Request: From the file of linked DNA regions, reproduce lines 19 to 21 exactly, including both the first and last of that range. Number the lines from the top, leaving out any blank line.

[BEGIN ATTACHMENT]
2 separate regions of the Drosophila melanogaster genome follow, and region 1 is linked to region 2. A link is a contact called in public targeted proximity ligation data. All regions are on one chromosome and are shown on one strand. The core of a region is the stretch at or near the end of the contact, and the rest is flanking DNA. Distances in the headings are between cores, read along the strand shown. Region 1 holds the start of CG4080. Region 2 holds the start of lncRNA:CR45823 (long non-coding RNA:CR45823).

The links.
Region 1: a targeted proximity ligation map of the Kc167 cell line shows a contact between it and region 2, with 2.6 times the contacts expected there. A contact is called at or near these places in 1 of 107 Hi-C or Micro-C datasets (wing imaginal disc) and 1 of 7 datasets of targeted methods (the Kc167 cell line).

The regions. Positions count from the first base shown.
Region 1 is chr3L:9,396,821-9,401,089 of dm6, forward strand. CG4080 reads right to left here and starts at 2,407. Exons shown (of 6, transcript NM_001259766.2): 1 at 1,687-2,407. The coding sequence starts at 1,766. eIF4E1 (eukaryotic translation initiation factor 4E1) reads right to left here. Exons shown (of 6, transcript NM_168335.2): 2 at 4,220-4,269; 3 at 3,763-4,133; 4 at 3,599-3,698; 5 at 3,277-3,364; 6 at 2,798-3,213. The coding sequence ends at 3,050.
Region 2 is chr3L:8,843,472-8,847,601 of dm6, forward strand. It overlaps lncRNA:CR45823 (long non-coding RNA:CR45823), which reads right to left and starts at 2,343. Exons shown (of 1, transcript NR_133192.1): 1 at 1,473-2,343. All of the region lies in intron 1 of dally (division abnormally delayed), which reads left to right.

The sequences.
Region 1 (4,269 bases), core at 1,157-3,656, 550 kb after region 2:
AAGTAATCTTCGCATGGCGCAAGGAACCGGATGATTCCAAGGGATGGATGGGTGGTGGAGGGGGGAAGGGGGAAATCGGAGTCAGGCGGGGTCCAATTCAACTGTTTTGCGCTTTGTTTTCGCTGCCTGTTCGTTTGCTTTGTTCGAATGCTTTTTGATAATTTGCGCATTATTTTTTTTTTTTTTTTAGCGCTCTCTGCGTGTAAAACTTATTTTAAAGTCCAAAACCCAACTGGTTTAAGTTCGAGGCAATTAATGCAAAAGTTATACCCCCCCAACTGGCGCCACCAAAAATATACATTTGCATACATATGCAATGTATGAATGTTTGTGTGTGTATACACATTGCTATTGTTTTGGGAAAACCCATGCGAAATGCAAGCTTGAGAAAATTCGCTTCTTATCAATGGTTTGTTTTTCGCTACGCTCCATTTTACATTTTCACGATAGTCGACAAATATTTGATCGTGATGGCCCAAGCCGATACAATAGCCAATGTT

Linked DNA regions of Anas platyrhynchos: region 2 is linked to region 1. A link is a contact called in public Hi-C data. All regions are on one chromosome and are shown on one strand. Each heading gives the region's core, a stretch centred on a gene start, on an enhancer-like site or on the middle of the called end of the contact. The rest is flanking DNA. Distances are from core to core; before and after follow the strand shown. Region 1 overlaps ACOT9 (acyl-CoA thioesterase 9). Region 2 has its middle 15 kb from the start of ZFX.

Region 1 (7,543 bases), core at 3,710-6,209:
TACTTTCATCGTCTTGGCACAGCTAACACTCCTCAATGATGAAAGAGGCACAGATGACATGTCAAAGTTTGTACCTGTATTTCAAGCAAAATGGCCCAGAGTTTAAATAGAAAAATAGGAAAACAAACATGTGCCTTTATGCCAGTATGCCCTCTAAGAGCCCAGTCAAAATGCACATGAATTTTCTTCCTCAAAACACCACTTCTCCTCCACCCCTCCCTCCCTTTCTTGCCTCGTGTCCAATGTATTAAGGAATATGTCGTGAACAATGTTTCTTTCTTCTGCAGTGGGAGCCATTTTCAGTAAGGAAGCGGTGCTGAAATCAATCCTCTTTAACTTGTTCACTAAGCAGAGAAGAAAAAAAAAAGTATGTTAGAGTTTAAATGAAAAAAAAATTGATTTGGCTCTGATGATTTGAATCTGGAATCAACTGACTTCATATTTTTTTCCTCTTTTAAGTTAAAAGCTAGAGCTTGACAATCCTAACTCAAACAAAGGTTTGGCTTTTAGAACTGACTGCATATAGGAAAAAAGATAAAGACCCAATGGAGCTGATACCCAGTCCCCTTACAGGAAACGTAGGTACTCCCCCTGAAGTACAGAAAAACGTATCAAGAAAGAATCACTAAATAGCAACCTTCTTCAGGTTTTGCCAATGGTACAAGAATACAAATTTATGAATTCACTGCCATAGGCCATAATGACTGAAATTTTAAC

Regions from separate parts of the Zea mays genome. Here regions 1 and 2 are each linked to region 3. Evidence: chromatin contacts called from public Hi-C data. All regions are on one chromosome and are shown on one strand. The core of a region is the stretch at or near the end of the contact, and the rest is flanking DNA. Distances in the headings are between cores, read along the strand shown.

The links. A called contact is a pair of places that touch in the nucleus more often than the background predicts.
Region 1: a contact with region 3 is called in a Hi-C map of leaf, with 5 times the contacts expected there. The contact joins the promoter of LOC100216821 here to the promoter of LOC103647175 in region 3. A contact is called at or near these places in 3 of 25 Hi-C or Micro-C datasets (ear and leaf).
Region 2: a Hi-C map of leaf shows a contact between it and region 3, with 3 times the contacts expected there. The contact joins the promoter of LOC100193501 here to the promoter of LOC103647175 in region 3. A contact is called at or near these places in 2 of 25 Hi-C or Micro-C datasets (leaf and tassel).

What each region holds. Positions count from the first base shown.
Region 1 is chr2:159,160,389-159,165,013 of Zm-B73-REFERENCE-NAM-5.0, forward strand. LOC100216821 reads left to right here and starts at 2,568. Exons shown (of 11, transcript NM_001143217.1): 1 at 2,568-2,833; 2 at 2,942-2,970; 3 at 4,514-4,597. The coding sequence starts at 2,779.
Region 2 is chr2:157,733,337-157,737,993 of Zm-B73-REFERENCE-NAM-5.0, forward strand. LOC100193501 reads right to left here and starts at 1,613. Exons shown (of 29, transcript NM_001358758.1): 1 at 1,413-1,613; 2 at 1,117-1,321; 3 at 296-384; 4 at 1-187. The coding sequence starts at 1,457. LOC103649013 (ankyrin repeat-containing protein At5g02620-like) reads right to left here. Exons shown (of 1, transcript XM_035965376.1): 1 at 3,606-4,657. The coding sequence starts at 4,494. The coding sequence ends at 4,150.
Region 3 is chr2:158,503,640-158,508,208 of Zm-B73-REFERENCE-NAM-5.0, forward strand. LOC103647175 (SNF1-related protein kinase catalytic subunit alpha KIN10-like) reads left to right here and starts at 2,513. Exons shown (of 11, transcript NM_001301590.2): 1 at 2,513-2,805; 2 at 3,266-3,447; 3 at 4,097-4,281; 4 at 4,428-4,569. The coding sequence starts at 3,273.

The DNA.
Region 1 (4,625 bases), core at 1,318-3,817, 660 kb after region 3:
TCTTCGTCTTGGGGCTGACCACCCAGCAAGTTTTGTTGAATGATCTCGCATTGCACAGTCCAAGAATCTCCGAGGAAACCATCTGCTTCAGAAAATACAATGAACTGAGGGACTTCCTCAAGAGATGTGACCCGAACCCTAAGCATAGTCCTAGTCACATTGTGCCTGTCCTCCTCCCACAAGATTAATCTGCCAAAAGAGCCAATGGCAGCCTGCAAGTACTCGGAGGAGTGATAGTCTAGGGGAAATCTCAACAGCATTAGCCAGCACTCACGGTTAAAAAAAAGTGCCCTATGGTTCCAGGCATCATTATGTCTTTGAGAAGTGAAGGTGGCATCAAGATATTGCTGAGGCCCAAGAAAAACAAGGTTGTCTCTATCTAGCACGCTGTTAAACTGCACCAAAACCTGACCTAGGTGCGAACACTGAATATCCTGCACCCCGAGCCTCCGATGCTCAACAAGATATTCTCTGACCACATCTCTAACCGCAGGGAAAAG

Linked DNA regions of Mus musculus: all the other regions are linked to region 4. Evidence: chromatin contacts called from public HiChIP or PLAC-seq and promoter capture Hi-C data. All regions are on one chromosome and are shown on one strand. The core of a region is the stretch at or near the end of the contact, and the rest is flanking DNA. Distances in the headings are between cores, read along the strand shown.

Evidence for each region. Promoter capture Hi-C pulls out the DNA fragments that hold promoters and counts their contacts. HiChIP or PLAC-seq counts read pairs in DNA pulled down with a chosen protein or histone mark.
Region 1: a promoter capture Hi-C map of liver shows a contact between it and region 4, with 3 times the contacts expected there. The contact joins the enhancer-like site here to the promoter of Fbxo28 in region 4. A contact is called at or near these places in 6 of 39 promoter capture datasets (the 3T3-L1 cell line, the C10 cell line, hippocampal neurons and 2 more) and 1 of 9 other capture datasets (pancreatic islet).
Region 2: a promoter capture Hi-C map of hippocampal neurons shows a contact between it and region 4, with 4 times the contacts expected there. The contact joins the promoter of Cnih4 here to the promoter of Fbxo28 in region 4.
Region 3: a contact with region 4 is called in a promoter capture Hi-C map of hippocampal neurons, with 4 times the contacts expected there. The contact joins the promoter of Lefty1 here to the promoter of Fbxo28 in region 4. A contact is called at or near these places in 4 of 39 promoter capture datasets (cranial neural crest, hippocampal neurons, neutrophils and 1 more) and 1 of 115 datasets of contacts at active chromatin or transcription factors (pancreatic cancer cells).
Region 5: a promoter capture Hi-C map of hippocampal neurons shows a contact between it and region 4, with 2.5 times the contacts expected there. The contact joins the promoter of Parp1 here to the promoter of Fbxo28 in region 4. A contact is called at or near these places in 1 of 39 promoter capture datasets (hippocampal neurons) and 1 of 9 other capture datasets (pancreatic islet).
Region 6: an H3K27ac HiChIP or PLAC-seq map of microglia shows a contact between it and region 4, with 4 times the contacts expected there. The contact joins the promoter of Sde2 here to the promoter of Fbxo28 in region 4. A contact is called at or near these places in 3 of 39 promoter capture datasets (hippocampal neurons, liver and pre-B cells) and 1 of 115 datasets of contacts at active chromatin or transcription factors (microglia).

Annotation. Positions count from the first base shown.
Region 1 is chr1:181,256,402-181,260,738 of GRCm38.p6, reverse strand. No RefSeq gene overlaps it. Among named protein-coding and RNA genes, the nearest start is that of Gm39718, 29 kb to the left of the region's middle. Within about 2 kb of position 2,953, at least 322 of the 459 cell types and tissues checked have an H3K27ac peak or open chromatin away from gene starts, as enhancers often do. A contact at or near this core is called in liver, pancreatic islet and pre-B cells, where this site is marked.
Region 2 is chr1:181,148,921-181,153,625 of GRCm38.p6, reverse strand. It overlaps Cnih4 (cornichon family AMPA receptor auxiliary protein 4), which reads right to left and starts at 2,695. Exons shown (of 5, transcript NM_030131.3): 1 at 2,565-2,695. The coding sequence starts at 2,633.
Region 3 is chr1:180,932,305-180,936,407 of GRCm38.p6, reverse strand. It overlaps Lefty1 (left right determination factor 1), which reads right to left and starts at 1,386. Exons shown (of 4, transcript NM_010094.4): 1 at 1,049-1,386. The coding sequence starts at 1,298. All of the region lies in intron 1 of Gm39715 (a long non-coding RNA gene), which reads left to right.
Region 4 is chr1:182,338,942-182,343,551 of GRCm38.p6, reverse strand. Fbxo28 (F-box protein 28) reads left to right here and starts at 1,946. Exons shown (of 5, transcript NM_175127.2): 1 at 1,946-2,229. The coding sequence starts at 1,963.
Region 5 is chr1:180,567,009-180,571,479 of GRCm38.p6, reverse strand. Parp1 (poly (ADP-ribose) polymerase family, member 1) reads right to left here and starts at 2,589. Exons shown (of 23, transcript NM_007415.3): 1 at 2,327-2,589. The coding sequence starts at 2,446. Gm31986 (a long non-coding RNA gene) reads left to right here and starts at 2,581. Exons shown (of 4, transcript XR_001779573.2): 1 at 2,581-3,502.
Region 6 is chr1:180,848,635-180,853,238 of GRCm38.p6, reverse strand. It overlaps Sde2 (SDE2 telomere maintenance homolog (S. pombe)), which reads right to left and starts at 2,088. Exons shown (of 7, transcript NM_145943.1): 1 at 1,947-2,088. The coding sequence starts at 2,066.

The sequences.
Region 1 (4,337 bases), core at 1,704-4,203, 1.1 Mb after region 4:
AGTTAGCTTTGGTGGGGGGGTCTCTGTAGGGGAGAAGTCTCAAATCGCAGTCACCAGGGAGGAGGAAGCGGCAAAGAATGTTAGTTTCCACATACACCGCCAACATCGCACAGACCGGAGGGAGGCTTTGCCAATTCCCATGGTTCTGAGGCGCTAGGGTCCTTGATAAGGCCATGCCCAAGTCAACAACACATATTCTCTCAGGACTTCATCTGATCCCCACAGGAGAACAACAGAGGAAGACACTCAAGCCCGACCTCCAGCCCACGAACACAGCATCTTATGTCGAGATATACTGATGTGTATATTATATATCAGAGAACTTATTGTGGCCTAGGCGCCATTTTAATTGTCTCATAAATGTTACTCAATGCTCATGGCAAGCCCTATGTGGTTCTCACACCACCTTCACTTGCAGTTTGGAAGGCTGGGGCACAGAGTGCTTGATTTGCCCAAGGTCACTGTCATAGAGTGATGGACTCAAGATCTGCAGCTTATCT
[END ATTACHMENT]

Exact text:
Region 2 is chr2:157,733,337-157,737,993 of Zm-B73-REFERENCE-NAM-5.0, forward strand. LOC100193501 reads right to left here and starts at 1,613. Exons shown (of 29, transcript NM_001358758.1): 1 at 1,413-1,613; 2 at 1,117-1,321; 3 at 296-384; 4 at 1-187. The coding sequence starts at 1,457. LOC103649013 (ankyrin repeat-containing protein At5g02620-like) reads right to left here. Exons shown (of 1, transcript XM_035965376.1): 1 at 3,606-4,657. The coding sequence starts at 4,494. The coding sequence ends at 4,150.
Region 3 is chr2:158,503,640-158,508,208 of Zm-B73-REFERENCE-NAM-5.0, forward strand. LOC103647175 (SNF1-related protein kinase catalytic subunit alpha KIN10-like) reads left to right here and starts at 2,513. Exons shown (of 11, transcript NM_001301590.2): 1 at 2,513-2,805; 2 at 3,266-3,447; 3 at 4,097-4,281; 4 at 4,428-4,569. The coding sequence starts at 3,273.

The DNA.